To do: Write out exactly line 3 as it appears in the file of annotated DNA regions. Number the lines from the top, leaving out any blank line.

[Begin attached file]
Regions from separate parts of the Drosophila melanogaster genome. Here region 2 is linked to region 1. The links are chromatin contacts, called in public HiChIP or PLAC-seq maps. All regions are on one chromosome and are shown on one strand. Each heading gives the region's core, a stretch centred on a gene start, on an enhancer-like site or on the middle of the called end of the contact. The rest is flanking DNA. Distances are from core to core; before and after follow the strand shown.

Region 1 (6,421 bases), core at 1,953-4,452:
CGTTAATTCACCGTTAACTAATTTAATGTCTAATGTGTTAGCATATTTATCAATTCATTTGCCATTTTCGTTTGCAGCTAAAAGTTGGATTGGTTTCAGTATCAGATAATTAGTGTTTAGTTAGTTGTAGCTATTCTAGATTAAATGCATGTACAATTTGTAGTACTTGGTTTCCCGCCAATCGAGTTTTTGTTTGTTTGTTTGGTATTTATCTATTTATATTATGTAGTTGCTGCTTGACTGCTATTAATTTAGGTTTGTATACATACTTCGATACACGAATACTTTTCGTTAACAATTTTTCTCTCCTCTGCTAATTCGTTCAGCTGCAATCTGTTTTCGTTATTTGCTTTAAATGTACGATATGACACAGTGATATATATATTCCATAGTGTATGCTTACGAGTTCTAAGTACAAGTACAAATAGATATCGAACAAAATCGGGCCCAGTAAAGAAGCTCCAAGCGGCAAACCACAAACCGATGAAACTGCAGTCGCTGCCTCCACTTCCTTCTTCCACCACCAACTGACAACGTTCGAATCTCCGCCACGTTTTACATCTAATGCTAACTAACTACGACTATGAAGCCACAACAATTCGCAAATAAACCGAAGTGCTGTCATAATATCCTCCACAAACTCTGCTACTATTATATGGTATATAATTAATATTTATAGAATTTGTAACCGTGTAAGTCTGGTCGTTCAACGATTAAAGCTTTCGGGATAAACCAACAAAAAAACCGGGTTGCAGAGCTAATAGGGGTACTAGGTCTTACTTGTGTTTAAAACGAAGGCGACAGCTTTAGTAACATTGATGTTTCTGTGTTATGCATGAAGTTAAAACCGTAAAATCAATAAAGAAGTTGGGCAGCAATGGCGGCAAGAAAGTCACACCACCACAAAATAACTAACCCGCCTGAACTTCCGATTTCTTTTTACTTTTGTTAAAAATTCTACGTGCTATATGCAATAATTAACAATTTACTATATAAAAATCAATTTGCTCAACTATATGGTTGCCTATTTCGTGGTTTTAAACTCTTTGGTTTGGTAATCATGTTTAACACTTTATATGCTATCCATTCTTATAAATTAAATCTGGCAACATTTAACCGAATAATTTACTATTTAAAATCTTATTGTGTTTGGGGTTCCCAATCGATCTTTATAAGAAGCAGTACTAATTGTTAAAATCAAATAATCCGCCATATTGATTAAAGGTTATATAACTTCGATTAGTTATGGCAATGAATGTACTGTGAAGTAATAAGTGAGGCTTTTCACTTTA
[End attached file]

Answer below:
CGTTAATTCACCGTTAACTAATTTAATGTCTAATGTGTTAGCATATTTATCAATTCATTTGCCATTTTCGTTTGCAGCTAAAAGTTGGATTGGTTTCAGTATCAGATAATTAGTGTTTAGTTAGTTGTAGCTATTCTAGATTAAATGCATGTACAATTTGTAGTACTTGGTTTCCCGCCAATCGAGTTTTTGTTTGTTTGTTTGGTATTTATCTATTTATATTATGTAGTTGCTGCTTGACTGCTATTAATTTAGGTTTGTATACATACTTCGATACACGAATACTTTTCGTTAACAATTTTTCTCTCCTCTGCTAATTCGTTCAGCTGCAATCTGTTTTCGTTATTTGCTTTAAATGTACGATATGACACAGTGATATATATATTCCATAGTGTATGCTTACGAGTTCTAAGTACAAGTACAAATAGATATCGAACAAAATCGGGCCCAGTAAAGAAGCTCCAAGCGGCAAACCACAAACCGATGAAACTGCAGTCGCTGCCTCCACTTCCTTCTTCCACCACCAACTGACAACGTTCGAATCTCCGCCACGTTTTACATCTAATGCTAACTAACTACGACTATGAAGCCACAACAATTCGCAAATAAACCGAAGTGCTGTCATAATATCCTCCACAAACTCTGCTACTATTATATGGTATATAATTAATATTTATAGAATTTGTAACCGTGTAAGTCTGGTCGTTCAACGATTAAAGCTTTCGGGATAAACCAACAAAAAAACCGGGTTGCAGAGCTAATAGGGGTACTAGGTCTTACTTGTGTTTAAAACGAAGGCGACAGCTTTAGTAACATTGATGTTTCTGTGTTATGCATGAAGTTAAAACCGTAAAATCAATAAAGAAGTTGGGCAGCAATGGCGGCAAGAAAGTCACACCACCACAAAATAACTAACCCGCCTGAACTTCCGATTTCTTTTTACTTTTGTTAAAAATTCTACGTGCTATATGCAATAATTAACAATTTACTATATAAAAATCAATTTGCTCAACTATATGGTTGCCTATTTCGTGGTTTTAAACTCTTTGGTTTGGTAATCATGTTTAACACTTTATATGCTATCCATTCTTATAAATTAAATCTGGCAACATTTAACCGAATAATTTACTATTTAAAATCTTATTGTGTTTGGGGTTCCCAATCGATCTTTATAAGAAGCAGTACTAATTGTTAAAATCAAATAATCCGCCATATTGATTAAAGGTTATATAACTTCGATTAGTTATGGCAATGAATGTACTGTGAAGTAATAAGTGAGGCTTTTCACTTTA